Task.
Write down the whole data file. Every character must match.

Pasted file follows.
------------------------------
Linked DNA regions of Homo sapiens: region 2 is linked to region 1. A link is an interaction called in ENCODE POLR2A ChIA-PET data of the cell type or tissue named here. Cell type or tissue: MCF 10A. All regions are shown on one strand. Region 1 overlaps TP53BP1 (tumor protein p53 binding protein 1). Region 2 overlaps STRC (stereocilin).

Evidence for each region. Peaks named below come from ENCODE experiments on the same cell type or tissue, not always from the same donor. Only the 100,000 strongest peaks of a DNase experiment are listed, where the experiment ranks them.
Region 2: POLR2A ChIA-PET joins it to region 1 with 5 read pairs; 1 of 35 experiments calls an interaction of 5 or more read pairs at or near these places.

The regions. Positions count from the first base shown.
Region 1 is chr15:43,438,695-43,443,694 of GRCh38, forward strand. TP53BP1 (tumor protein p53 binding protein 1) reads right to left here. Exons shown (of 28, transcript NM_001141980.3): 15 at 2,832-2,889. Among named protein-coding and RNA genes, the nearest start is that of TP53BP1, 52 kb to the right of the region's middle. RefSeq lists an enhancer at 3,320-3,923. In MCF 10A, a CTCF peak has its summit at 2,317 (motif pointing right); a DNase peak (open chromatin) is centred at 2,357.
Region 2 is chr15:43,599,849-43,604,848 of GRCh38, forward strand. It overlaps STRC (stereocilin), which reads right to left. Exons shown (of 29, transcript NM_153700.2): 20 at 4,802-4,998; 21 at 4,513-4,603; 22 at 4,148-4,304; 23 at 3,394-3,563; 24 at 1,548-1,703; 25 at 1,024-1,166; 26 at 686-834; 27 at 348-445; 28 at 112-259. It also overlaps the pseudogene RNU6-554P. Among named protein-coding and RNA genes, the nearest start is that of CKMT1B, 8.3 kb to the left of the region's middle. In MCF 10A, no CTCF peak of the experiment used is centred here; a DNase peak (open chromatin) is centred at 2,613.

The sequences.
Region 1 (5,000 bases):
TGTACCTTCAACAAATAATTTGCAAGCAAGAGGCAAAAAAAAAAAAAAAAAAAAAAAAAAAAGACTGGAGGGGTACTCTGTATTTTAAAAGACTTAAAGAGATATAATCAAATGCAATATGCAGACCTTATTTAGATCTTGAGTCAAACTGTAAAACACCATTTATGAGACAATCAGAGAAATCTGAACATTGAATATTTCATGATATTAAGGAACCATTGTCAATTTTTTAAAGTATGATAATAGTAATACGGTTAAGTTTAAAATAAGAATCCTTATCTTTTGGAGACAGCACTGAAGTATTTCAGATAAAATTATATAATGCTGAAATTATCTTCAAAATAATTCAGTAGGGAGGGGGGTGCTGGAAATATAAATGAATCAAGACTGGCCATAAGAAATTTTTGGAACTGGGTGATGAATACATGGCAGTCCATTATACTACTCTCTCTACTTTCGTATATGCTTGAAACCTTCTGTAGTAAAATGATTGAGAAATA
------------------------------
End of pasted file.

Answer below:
Linked DNA regions of Homo sapiens: region 2 is linked to region 1. A link is an interaction called in ENCODE POLR2A ChIA-PET data of the cell type or tissue named here. Cell type or tissue: MCF 10A. All regions are shown on one strand. Region 1 overlaps TP53BP1 (tumor protein p53 binding protein 1). Region 2 overlaps STRC (stereocilin).

Evidence for each region. Peaks named below come from ENCODE experiments on the same cell type or tissue, not always from the same donor. Only the 100,000 strongest peaks of a DNase experiment are listed, where the experiment ranks them.
Region 2: POLR2A ChIA-PET joins it to region 1 with 5 read pairs; 1 of 35 experiments calls an interaction of 5 or more read pairs at or near these places.

The regions. Positions count from the first base shown.
Region 1 is chr15:43,438,695-43,443,694 of GRCh38, forward strand. TP53BP1 (tumor protein p53 binding protein 1) reads right to left here. Exons shown (of 28, transcript NM_001141980.3): 15 at 2,832-2,889. Among named protein-coding and RNA genes, the nearest start is that of TP53BP1, 52 kb to the right of the region's middle. RefSeq lists an enhancer at 3,320-3,923. In MCF 10A, a CTCF peak has its summit at 2,317 (motif pointing right); a DNase peak (open chromatin) is centred at 2,357.
Region 2 is chr15:43,599,849-43,604,848 of GRCh38, forward strand. It overlaps STRC (stereocilin), which reads right to left. Exons shown (of 29, transcript NM_153700.2): 20 at 4,802-4,998; 21 at 4,513-4,603; 22 at 4,148-4,304; 23 at 3,394-3,563; 24 at 1,548-1,703; 25 at 1,024-1,166; 26 at 686-834; 27 at 348-445; 28 at 112-259. It also overlaps the pseudogene RNU6-554P. Among named protein-coding and RNA genes, the nearest start is that of CKMT1B, 8.3 kb to the left of the region's middle. In MCF 10A, no CTCF peak of the experiment used is centred here; a DNase peak (open chromatin) is centred at 2,613.

The sequences.
Region 1 (5,000 bases):
TGTACCTTCAACAAATAATTTGCAAGCAAGAGGCAAAAAAAAAAAAAAAAAAAAAAAAAAAAGACTGGAGGGGTACTCTGTATTTTAAAAGACTTAAAGAGATATAATCAAATGCAATATGCAGACCTTATTTAGATCTTGAGTCAAACTGTAAAACACCATTTATGAGACAATCAGAGAAATCTGAACATTGAATATTTCATGATATTAAGGAACCATTGTCAATTTTTTAAAGTATGATAATAGTAATACGGTTAAGTTTAAAATAAGAATCCTTATCTTTTGGAGACAGCACTGAAGTATTTCAGATAAAATTATATAATGCTGAAATTATCTTCAAAATAATTCAGTAGGGAGGGGGGTGCTGGAAATATAAATGAATCAAGACTGGCCATAAGAAATTTTTGGAACTGGGTGATGAATACATGGCAGTCCATTATACTACTCTCTCTACTTTCGTATATGCTTGAAACCTTCTGTAGTAAAATGATTGAGAAATA